Photosynthesis is the process where plants convert the light energy they collect from sunlight into chemical energy, which fuels the organism’s activities. This process, however, is a double-edged sword, and the increasing temperatures on our planet isn’t helping.
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Photosynthesis generates chemical byproducts that can damage the light-converting machinery itself—and the hotter the weather, the more likely the process is to run amok as some chemical reactions accelerate and others slow.
It would be unsurprising if our plants and crops don’t produce much yield in the near future because of global warming. Fortunately, we have scientists to the rescue.
Now, a team of geneticists has engineered plants so they can better repair heat damage, an advance that could help preserve crop yields as global warming makes heat waves more common. And in a surprise, the change made plants more productive at normal temperatures.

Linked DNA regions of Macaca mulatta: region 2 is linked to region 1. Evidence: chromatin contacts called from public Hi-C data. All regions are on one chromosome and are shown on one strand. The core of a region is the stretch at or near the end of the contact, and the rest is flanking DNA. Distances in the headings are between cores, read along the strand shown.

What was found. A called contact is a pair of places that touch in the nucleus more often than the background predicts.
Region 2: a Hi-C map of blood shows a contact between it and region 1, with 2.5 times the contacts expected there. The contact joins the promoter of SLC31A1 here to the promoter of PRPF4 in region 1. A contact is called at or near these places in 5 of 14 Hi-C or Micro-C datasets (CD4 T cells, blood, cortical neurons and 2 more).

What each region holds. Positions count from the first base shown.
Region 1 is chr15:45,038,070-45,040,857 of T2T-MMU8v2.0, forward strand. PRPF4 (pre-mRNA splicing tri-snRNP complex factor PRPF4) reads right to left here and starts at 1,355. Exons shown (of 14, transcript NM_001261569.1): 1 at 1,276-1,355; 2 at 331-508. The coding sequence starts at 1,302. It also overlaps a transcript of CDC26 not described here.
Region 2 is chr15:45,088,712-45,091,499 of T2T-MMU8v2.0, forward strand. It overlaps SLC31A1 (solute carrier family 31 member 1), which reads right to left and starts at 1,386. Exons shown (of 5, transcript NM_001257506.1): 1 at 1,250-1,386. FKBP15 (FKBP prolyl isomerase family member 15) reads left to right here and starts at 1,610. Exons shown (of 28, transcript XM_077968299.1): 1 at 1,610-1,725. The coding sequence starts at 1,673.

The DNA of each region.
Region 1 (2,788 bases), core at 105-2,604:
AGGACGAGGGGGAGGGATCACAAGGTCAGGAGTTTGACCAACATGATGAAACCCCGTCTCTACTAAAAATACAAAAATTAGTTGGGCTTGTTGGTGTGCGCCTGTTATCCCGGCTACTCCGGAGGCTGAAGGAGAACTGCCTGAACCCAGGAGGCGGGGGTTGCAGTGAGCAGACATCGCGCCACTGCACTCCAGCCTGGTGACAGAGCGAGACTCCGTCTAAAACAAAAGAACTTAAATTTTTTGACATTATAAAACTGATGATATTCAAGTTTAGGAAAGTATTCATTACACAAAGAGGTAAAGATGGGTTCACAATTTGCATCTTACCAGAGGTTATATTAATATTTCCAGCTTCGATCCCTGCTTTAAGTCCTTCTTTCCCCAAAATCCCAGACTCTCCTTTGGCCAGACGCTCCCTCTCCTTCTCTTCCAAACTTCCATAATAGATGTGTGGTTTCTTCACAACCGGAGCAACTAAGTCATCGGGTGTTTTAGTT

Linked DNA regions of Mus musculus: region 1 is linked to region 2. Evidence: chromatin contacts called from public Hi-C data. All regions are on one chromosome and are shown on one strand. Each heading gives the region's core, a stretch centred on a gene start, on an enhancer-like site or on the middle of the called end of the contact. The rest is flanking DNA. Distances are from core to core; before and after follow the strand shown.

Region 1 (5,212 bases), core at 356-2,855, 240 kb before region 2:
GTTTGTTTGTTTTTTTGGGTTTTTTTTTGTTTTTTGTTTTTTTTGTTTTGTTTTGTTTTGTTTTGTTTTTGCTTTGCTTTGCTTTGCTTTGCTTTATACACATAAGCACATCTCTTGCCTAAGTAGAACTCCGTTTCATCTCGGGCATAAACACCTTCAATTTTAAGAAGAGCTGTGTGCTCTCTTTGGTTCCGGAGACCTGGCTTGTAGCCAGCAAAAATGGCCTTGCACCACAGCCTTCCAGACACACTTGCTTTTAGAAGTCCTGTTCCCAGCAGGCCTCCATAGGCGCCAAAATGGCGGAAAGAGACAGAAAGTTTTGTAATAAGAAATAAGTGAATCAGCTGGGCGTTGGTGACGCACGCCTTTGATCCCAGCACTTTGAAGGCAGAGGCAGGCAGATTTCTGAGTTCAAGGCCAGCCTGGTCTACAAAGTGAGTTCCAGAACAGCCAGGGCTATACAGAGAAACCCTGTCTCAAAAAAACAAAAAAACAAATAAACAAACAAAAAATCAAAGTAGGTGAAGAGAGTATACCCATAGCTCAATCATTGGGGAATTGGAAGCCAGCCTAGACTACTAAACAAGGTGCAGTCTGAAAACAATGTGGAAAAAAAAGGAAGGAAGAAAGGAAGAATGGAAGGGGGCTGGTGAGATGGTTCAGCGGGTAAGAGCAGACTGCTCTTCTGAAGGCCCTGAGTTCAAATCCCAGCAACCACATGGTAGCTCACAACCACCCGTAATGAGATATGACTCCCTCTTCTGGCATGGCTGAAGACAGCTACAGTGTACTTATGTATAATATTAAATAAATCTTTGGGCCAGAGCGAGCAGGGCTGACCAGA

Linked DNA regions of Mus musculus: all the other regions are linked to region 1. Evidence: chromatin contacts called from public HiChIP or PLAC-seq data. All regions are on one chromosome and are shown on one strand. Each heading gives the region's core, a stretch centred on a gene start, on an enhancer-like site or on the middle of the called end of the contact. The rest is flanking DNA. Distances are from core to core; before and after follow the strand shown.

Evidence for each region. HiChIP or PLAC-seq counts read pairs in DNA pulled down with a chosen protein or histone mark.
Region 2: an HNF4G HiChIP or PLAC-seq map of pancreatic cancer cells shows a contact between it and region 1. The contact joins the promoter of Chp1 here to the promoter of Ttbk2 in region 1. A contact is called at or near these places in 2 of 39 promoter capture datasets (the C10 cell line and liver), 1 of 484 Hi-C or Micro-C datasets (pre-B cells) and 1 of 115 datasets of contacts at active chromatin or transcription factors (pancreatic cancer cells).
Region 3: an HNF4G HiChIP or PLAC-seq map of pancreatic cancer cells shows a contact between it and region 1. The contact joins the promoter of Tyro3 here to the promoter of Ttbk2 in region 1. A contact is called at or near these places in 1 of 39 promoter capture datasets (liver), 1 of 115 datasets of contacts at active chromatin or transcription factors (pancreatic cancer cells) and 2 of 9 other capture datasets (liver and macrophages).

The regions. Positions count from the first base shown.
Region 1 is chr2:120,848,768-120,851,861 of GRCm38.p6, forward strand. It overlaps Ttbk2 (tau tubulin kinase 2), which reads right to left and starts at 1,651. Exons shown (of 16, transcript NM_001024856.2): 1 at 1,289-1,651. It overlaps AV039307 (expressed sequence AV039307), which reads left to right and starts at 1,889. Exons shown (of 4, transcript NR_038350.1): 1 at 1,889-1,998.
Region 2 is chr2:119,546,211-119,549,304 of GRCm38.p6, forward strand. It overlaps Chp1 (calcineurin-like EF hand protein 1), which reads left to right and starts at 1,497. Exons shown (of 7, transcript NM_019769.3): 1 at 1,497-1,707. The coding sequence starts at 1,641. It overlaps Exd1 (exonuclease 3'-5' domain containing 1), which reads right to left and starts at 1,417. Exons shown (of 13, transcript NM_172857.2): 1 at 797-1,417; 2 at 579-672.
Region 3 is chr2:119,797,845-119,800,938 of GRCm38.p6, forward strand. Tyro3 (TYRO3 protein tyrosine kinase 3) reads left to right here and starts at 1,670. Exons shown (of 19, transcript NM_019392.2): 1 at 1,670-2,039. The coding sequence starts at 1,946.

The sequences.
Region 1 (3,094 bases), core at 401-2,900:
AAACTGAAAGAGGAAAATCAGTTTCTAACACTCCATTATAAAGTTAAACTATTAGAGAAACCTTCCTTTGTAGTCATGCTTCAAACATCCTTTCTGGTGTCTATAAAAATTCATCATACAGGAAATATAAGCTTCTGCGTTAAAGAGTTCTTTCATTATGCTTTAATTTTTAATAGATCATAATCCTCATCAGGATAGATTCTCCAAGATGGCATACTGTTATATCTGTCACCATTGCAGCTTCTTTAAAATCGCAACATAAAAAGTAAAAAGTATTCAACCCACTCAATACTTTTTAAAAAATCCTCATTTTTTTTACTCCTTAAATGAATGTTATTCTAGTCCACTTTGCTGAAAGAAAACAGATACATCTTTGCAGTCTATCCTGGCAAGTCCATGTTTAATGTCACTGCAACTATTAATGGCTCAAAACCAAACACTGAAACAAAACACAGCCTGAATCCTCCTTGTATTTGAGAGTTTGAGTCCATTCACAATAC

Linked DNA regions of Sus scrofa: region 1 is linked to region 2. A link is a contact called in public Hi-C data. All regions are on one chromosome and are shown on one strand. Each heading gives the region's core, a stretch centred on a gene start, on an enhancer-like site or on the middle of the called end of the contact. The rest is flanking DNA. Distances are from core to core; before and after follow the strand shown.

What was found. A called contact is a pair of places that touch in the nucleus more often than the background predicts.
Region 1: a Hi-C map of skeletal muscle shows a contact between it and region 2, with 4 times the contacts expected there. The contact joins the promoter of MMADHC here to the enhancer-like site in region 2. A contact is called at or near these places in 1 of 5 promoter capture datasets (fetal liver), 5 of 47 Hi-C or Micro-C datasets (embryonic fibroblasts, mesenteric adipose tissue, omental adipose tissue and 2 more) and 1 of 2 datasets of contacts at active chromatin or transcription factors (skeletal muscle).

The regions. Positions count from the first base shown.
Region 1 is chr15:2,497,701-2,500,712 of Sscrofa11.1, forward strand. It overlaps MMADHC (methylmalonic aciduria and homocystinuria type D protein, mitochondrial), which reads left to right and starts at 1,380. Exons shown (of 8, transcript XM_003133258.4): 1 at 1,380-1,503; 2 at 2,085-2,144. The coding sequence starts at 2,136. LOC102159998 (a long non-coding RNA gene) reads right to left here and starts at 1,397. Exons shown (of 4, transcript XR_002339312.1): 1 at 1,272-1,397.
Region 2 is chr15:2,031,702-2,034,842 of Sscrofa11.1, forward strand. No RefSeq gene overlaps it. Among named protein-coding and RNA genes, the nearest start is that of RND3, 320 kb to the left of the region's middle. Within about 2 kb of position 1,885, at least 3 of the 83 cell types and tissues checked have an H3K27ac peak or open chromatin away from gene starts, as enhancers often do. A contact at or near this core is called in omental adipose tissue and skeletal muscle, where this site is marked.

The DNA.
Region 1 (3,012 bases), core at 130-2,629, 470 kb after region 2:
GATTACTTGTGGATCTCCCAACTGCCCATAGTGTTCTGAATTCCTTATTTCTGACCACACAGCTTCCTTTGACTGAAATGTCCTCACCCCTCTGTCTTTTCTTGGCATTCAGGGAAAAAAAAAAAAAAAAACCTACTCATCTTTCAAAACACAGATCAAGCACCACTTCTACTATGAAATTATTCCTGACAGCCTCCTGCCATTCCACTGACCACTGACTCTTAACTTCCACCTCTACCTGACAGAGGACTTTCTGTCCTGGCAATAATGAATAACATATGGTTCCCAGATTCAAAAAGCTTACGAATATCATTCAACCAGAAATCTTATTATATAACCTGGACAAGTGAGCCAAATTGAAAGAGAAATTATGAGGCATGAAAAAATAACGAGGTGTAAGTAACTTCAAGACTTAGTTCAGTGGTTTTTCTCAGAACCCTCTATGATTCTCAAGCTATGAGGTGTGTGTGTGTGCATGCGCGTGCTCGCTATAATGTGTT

“This is exciting news,” says Maria Ermakova of Australian National University, who works on improving photosynthesis. The genetic modification worked not just in two kinds of model plants, but in a staple crop, rice, suggesting any crop plant could be helped. The work bucked conventional wisdom among photosynthesis scientists, and some plant biologists wonder exactly how the added gene produces the benefits. Still, Peter Nixon, a plant biochemist at Imperial College London, predicts the study will “attract considerable attention.”
More details about this topic over at Science Magazine.
(Image Credit: 9Bombs/ Pixabay)